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Wright v. Village of Williamsport

Court of Appeals of Ohio, Fourth District, Pickaway

June 21, 2019

GARY WRIGHT, Plaintiff-Appellee,
v.
VILLAGE OF WILLIAMSPORT, et al., Defendants-Appellants.

          CIVIL CASE FROM COMMON PLEAS COURT

          Warren M. Enders and Acacia B. Perko, Columbus, Ohio, for appellant.

          Sean Harris, Columbus, Ohio, for appellees.

          DECISION AND JUDGMENT ENTRY

          ABELE, J.

         {¶ 1} This is an appeal from a Pickaway County Common Pleas Court judgment that denied summary judgment to the Village of Williamsport, defendant below and appellant herein.[1] The trial court determined that appellant is not immune from liability under R.C. Chapter 2744 for the negligence and loss-of-consortium claims asserted by Gary and Peggy Wright, plaintiffs below and appellees herein. Appellant assigns the following error for review:

"THE TRIAL COURT ERRED BY DENYING POLITICAL SUBDIVISION IMMUNITY TO THE VILLAGE OF WILLIAMSPORT BECAUSE IT IS ENTITLED TO A GENERAL GRANT OF IMMUNITY, NONE OF THE EXCEPTIONS UNDER R.C. 2744.02(B) APPLY TO BAR IMMUNITY, AND, EVEN IF AN EXCEPTION APPLIES, AT LEAST ONE DEFENSE APPLIES TO ESTABLISH NON-LIABILITY"

         {¶ 2} In July 2017, Williamsport Village Council member Pennie McCain spoke to Gary Wright about submitting a bid for repairing or replacing the roof of the village's maintenance barn. Wright subsequently visited the maintenance barn to examine the roof. As he examined the roof, Wright fell through a painted-over skylight and sustained serious injuries.

         {¶ 3} Appellees filed a complaint against appellant[2] and alleged that appellant negligently and/or recklessly allowed a dangerous condition to exist at its maintenance barn. In particular, appellees claimed that the roof contained a fiberglass skylight painted the same color as the roof and looked identical to the roof s surface. Appellant denied liability and asserted it is statutorily immune from liability for appellees' claims.

         {¶ 4} Appellant later requested summary judgment and asserted that because it is entitled to statutory immunity, it cannot be liable for appellees' claims. Appellant contended that it is entitled to the presumption of immunity and that none of the exceptions to immunity apply. Appellant asserted that R.C. 2744.02(B)(4) does not apply because appellees cannot establish that the injuries arose from a village employee's negligence. Appellant argued that Wright went onto the roof without informing any of the village's employees and that the village did not have any chance to discuss the roofs condition before Wright walked on the roof. Appellant further claimed that even if one of its employees was negligent, the discretionary defense reinstates immunity.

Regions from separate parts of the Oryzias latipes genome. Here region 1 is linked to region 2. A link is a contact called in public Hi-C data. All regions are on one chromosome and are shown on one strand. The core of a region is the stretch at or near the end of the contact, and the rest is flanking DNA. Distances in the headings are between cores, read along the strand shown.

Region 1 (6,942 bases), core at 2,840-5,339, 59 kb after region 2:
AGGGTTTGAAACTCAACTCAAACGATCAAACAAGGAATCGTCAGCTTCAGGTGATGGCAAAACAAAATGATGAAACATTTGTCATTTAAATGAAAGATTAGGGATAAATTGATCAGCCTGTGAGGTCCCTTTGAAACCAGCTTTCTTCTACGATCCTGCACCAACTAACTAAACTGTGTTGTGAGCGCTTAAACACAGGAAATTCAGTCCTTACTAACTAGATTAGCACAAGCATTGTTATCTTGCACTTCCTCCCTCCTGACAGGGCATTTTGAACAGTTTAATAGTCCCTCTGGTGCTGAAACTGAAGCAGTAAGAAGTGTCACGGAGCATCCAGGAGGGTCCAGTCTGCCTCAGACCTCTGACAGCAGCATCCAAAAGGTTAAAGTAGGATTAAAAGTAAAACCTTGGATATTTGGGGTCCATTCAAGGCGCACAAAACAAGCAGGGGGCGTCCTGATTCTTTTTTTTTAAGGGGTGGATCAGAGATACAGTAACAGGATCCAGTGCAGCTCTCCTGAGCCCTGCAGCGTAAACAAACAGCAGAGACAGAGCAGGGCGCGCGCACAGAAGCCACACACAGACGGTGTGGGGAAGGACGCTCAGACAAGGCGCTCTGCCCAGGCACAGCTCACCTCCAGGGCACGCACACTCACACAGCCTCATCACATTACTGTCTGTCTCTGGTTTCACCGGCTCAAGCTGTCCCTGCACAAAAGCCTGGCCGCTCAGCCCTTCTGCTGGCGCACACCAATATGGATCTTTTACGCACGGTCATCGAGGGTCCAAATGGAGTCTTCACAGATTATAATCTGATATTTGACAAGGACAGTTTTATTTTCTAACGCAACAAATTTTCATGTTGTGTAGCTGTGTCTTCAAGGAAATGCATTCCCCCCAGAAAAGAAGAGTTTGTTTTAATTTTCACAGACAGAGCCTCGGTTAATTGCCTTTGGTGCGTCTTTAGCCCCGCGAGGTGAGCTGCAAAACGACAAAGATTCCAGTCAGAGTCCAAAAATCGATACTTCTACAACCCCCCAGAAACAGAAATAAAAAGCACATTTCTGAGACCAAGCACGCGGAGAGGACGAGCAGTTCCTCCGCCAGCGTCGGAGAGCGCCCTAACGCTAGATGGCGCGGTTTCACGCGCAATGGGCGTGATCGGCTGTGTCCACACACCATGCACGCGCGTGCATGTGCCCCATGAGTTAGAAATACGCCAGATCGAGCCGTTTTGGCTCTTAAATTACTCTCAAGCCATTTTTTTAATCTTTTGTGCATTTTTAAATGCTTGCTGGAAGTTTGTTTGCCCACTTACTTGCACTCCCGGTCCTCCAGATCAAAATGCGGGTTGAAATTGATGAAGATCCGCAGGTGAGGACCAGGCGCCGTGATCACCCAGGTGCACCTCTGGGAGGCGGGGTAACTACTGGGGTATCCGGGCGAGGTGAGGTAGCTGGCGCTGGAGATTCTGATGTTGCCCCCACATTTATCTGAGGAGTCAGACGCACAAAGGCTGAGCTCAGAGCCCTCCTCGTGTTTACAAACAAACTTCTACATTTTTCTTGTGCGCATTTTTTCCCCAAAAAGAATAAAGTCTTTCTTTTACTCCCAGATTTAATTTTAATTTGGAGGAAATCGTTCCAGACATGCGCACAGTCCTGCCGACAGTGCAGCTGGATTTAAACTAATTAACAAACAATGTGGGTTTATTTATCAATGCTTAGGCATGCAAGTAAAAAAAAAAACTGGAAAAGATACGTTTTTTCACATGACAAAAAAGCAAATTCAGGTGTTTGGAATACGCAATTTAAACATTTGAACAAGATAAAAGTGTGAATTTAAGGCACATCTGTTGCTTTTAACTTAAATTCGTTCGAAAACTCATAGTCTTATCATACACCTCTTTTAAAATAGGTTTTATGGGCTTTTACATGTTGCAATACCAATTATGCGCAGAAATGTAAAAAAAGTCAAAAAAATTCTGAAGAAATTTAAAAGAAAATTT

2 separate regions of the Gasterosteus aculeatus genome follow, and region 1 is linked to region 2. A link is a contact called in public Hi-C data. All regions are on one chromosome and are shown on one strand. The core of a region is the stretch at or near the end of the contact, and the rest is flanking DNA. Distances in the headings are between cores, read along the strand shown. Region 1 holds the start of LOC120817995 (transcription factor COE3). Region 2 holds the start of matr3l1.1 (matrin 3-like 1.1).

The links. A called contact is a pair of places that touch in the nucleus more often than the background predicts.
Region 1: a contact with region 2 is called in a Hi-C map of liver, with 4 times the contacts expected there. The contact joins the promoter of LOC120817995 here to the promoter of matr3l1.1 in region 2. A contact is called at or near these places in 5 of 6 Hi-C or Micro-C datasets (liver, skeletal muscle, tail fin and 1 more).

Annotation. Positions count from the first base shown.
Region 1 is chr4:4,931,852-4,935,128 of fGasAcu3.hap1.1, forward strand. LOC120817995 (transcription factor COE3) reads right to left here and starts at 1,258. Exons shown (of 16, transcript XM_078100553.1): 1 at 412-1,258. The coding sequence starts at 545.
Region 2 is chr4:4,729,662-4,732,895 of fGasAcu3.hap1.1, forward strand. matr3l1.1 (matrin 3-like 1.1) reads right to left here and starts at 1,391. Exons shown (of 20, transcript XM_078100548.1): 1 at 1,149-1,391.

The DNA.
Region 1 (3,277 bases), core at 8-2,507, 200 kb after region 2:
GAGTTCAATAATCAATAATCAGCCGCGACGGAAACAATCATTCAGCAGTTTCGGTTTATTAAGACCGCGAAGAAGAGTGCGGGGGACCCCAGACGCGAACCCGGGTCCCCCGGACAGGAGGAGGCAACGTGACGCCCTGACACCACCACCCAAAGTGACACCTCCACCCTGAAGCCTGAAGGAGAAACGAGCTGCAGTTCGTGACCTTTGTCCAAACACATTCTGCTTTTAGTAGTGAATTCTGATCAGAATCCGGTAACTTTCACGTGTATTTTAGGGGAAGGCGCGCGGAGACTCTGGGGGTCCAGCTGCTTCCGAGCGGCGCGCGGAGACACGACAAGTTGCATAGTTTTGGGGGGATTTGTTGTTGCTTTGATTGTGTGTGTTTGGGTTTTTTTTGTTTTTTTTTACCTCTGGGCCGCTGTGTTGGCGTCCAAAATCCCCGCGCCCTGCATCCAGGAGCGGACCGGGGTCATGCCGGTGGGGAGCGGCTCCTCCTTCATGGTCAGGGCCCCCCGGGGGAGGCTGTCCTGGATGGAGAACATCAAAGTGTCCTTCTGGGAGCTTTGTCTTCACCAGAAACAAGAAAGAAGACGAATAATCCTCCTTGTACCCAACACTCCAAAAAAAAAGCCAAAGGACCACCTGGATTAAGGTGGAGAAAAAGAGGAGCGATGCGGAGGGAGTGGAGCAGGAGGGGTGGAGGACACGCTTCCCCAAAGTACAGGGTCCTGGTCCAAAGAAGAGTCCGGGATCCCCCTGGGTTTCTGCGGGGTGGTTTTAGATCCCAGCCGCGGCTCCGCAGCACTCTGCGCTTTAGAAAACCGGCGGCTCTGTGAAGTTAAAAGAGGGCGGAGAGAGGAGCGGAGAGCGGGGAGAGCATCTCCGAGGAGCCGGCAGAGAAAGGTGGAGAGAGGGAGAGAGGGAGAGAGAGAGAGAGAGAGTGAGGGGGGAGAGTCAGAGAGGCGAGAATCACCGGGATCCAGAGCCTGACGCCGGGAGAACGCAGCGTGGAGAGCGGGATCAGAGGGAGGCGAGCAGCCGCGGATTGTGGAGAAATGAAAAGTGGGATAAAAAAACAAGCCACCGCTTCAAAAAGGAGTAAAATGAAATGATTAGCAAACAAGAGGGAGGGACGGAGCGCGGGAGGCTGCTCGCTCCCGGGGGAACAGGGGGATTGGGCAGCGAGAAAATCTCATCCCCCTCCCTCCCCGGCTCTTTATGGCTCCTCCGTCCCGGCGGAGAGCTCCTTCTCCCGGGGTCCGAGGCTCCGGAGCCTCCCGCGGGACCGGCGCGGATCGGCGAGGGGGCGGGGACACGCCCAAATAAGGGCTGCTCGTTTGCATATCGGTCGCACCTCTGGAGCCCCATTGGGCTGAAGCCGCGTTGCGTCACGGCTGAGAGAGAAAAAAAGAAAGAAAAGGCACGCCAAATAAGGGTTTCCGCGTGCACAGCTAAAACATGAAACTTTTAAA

{¶ 5} In their memorandum contra, appellees argued that the appellant breached its duty of reasonable care owed to business invitees. Appellees claimed that the village employees breached their duty to warn him of the hidden danger associated with the roofs painted-over skylights. Appellees disputed any argument that the dangers associated with the roof were open and obvious and alleged that the skylights were painted the same color as the roof and that it was impossible for Wright to have known that the roof contained skylights through which he might fall.

         {¶ 6} In reply, appellant contended that the dangers associated with the roof were open and obvious and that it did not, therefore, have a duty to warn Wright of the open and obvious nature of the hazard. Appellant asserted that Wright knew that the roof needed to be "removed and replaced," and this knowledge shows that he was aware of the roofs dangerous condition. Appellant thus alleged that it did not have a duty to warn Wright of the roofs dangerous condition.

         {¶ 7} To support their arguments, the parties referred to the depositions filed in the case. Wright stated in his deposition that village council member McCain informed him that the council was interested in obtaining bids to replace the maintenance barn's metal roof. Wright asked McCain if he needed to meet with, or speak to, anyone before looking at the roof, and she told him that he did not.

         {¶ 8} Wright explained that when he examined the roof, he walked across the roof and paid attention to where the nails were located. He related that he normally tries to walk where the nails are located because that is "where the support of the structure is of the roof." Wright stated that as he walked across the roof, he suddenly fell through the roof. Wright also reported that he did not see any indications that the roof contained a skylight or other noticeable defects.